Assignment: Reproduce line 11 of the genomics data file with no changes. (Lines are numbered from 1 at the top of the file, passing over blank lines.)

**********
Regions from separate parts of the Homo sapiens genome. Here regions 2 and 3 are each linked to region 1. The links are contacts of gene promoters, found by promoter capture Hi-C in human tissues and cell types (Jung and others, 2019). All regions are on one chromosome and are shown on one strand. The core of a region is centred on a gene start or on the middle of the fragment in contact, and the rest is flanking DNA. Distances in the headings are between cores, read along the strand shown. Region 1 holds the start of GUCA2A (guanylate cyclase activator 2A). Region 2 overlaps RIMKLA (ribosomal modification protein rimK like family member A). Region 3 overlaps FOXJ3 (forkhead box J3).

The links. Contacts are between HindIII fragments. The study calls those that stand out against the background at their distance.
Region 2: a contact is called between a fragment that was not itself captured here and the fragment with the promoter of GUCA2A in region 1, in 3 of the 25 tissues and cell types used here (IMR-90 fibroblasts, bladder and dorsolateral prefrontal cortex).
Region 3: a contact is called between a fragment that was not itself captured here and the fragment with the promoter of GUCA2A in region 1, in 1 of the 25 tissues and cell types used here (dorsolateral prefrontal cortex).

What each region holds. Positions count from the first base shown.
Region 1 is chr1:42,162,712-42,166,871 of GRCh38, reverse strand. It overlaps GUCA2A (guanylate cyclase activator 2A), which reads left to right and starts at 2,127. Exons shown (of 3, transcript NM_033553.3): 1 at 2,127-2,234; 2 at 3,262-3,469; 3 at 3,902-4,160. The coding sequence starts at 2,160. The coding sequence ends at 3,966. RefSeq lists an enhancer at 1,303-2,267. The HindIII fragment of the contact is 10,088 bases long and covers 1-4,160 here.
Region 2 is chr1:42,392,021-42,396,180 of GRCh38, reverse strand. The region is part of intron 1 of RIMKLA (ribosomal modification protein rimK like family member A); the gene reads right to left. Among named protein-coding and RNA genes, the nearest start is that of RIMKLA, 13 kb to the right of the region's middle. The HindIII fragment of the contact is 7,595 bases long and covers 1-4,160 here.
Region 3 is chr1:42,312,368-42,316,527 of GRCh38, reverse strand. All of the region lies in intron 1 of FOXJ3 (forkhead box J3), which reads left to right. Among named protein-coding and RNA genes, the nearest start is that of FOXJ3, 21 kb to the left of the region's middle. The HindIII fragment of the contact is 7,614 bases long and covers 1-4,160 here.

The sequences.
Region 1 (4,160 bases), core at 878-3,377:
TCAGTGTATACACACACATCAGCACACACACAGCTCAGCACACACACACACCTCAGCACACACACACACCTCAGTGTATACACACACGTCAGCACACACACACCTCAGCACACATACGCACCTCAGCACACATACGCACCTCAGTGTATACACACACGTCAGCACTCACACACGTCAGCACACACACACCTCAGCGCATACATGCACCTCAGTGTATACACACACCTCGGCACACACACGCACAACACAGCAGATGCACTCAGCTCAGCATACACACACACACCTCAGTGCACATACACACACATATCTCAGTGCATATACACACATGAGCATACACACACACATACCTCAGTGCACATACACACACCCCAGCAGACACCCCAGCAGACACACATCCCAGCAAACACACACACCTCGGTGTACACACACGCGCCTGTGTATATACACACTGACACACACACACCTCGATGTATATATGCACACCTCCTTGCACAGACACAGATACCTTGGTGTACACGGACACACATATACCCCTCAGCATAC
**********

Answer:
TCAGTGTATACACACACATCAGCACACACACAGCTCAGCACACACACACACCTCAGCACACACACACACCTCAGTGTATACACACACGTCAGCACACACACACCTCAGCACACATACGCACCTCAGCACACATACGCACCTCAGTGTATACACACACGTCAGCACTCACACACGTCAGCACACACACACCTCAGCGCATACATGCACCTCAGTGTATACACACACCTCGGCACACACACGCACAACACAGCAGATGCACTCAGCTCAGCATACACACACACACCTCAGTGCACATACACACACATATCTCAGTGCATATACACACATGAGCATACACACACACATACCTCAGTGCACATACACACACCCCAGCAGACACCCCAGCAGACACACATCCCAGCAAACACACACACCTCGGTGTACACACACGCGCCTGTGTATATACACACTGACACACACACACCTCGATGTATATATGCACACCTCCTTGCACAGACACAGATACCTTGGTGTACACGGACACACATATACCCCTCAGCATAC